Netflix’s next big blockbuster is “The Gray Man,” a CIA thriller based on Mark Greaney’s 2009 novel (and the first in the long-running “Gray Man” series of novels). It’s painfully clear that the film should herald the launch of a brand new, male-driven franchise. Think ‘James Bond’, ‘Mission: Impossible’ and ‘Fast & Furious’. Unfortunately, this film’s by-the-numbers plot and dull action sequences make for exciting background noise, but no gripping grandeur on the big screen.
There’s a downside to being the leader in a new form of entertainment production and delivery: eventually the competition shows up.
Netflix isn’t having the easiest years. There’s a downside to being the leader in a new form of entertainment production and delivery: eventually the competition shows up. This was compounded by the pandemic, which appears to have created a subscriber bubble. (Shareholders don’t seem to understand Newtonian physics; what goes up, eventually comes down.) But Netflix is hampered by a second, bigger problem, exemplified by “The Gray Man,” one of the most expensive blockbuster projects it has funded to date. Neither has a defined personality.
To be clear, “The Gray Man” has all the hallmarks of a popular summer blockbuster. There are A-list stars with a long track record: Ryan Gosling, Chris Evans, Rege-Jean Page, Ana de Armas and Jessica Henwick. The Russo Brothers, the directors, have hits like “Avengers: Infinity War” and “Endgame” – two of the highest-grossing films in history – under their belts. The books from which the film is adapted are bestsellers. There are huge explosions, thrilling stunts and impressive computer-generated images that are indistinguishable from reality.
And yet “The Gray Man” ultimately feels aptly named, as it’s a blockbuster that disappears. It’s bland, innocent and unobtrusive. Main character Gosling has never had an outspoken personality, but here he disappears into the background of his own film. Chris Evans is surprisingly just as unobtrusive, a feat of self-effacement for an actor who is practically defined by his persona. At least the Armas has more to do than she did on her James Bond outing, but the crossover only creates confusion as she appears to have invaded from hanging out with Daniel Craig and isn’t sure how she got here .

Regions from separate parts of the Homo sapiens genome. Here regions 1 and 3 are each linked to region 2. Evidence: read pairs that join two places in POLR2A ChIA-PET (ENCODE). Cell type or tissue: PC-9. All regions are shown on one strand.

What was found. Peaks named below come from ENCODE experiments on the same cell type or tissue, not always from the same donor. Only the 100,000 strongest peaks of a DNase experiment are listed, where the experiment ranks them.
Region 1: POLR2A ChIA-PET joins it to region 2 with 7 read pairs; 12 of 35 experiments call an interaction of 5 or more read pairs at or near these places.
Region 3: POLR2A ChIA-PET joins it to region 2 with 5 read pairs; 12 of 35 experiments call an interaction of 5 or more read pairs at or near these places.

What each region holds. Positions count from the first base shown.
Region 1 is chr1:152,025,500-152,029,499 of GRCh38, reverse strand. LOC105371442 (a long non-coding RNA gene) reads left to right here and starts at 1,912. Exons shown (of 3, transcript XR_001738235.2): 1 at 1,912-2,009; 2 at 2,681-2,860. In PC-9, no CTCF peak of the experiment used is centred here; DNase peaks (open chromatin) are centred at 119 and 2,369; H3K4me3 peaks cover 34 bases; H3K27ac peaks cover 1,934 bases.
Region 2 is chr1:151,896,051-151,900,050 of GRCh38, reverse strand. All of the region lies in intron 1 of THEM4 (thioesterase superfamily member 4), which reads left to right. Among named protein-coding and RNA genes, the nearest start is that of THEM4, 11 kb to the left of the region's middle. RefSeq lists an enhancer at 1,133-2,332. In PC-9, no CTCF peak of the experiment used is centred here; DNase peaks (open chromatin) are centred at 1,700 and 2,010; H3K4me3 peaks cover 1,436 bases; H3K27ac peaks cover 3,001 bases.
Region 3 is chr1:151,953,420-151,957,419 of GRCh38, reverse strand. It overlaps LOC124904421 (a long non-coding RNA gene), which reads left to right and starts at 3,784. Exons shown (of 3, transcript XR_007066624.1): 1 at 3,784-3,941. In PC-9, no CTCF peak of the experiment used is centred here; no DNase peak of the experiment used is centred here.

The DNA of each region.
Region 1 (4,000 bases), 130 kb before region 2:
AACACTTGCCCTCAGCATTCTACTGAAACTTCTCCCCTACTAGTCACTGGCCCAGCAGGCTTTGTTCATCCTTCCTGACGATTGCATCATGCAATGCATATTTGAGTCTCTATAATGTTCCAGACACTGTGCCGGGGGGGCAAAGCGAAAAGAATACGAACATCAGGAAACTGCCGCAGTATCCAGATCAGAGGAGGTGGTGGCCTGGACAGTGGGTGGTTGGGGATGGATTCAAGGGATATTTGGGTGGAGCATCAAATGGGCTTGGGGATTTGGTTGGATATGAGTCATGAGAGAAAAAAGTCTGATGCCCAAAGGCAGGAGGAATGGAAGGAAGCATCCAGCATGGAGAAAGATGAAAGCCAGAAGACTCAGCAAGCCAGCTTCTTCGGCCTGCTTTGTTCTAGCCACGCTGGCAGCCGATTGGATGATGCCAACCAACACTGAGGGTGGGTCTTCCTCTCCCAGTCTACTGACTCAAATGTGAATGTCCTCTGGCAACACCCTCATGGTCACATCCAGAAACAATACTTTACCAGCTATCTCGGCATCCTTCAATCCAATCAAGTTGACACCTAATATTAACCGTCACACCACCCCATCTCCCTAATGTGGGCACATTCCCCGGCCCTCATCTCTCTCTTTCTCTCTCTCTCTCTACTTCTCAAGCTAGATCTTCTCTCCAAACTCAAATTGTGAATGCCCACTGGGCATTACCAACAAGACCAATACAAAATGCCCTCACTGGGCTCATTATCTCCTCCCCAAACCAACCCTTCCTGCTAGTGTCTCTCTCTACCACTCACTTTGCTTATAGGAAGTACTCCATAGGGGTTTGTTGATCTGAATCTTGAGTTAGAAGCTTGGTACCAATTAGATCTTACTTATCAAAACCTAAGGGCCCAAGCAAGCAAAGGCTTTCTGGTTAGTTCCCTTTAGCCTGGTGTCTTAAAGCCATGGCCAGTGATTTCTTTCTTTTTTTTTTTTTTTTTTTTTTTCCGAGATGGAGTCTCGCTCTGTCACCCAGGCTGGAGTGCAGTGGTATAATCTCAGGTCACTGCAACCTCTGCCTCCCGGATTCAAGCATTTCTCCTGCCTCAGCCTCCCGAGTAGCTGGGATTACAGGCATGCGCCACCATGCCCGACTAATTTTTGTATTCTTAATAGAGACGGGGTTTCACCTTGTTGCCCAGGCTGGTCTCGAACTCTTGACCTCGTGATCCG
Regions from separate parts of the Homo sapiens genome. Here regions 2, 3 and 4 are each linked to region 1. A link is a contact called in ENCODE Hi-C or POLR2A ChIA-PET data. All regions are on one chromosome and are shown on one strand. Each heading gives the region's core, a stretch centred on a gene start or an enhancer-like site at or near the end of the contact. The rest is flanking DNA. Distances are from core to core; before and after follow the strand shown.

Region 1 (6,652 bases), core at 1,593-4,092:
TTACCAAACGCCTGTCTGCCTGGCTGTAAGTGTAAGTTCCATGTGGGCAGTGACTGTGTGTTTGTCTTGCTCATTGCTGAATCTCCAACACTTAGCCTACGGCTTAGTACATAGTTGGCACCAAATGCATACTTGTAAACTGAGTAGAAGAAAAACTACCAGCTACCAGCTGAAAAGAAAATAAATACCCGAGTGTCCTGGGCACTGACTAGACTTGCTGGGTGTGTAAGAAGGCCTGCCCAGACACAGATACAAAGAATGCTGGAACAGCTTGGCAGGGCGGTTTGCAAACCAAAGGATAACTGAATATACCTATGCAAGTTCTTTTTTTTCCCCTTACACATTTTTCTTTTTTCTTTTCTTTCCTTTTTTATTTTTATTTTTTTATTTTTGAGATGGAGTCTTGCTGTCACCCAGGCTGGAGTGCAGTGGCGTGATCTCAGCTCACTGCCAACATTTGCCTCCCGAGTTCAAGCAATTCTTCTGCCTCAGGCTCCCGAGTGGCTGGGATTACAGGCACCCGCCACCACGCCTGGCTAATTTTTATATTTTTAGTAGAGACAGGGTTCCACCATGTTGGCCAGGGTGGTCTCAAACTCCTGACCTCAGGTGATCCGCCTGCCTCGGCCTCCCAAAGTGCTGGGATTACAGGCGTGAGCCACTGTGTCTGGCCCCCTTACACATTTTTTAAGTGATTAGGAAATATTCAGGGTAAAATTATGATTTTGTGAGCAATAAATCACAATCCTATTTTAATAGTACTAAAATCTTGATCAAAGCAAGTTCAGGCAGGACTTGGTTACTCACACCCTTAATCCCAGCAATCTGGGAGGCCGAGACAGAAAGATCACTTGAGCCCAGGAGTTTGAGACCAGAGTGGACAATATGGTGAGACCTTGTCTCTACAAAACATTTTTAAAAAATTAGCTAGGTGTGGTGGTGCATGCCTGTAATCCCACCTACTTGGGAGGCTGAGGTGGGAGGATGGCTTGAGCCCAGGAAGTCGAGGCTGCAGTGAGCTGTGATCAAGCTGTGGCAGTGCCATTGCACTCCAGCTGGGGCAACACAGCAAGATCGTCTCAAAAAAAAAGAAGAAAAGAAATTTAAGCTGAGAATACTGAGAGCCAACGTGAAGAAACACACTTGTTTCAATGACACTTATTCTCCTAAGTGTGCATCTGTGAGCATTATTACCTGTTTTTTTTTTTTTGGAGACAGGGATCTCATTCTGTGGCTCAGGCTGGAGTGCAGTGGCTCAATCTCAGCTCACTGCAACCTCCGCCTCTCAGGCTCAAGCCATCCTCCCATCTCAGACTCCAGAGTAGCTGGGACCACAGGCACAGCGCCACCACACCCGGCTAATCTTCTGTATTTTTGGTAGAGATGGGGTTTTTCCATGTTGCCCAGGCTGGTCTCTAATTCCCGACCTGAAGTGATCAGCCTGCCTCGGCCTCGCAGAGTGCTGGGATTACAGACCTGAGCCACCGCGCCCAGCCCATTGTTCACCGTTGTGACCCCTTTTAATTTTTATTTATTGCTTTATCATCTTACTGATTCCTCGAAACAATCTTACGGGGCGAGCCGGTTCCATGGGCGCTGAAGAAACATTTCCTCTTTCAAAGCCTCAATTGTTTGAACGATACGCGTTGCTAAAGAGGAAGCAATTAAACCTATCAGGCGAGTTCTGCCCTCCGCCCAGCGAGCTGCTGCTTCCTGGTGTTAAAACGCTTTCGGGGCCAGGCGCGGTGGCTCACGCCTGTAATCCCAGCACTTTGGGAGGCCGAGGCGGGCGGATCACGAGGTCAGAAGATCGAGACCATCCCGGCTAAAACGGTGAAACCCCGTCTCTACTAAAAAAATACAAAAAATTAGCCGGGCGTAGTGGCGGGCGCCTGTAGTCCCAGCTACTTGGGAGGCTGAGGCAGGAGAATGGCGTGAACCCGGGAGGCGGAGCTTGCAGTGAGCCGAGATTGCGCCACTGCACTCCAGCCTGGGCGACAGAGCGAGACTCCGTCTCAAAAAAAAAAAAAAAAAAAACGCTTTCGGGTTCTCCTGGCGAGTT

In short, “The Gray Man” is the perfect $200 million movie to have in the background while you play TwoDots on your phone or text your bestie about upcoming summer plans. In a way this means: also the perfect Netflix movie: something that resembles other things you like to watch, without really asking anything of you watch the.
Netflix does have big hits, but none of them have a real continuous line to each other, other than ‘expensive’.
And for nearly a decade, this was enough for Netflix. Recall that one of the earliest identities was ‘Netflix and chill’, which assumes that everything on the screen is so innocuous it can’t possibly ruin the mood. This was a perfect fit when it had only Hulu’s confused, limited brand and Amazon’s second fiddle streaming service as competition. But after Netflix came face-to-face with large-scale streamers bringing a particular brand to the table, Netflix’s lack of a defined lane has become a drawback. (Disney+ and HBO Max are the protagonists here, but even Peacock and Paramount+ instantly conjure up images of NBC comedies and “Star Trek”, respectively.)
Netflix does have big hits, but none of them have a real continuous line to each other, other than ‘expensive’. “Stranger Things” has no family-friendly horror hits to group with, nor has “The Crown” spawned a string of highbrow, A-list historical pieces. Even “Bridgerton” and “Squid Game” can turn out to be fluke.
Meanwhile, “The Gray Man” seems to suffer the same fate. Does anyone even know it exists? There have been no flashy 30-second commercials on TV or streaming, virtually nothing on YouTube, promoted or not, and little to no mention of it on social media. Netflix has done almost the bare minimum despite an increasingly noisier entertainment landscape.
As a result, this film can only become a blot on the collective public consciousness. That might be good news for a spy, but it’s the last thing Netflix needs right now.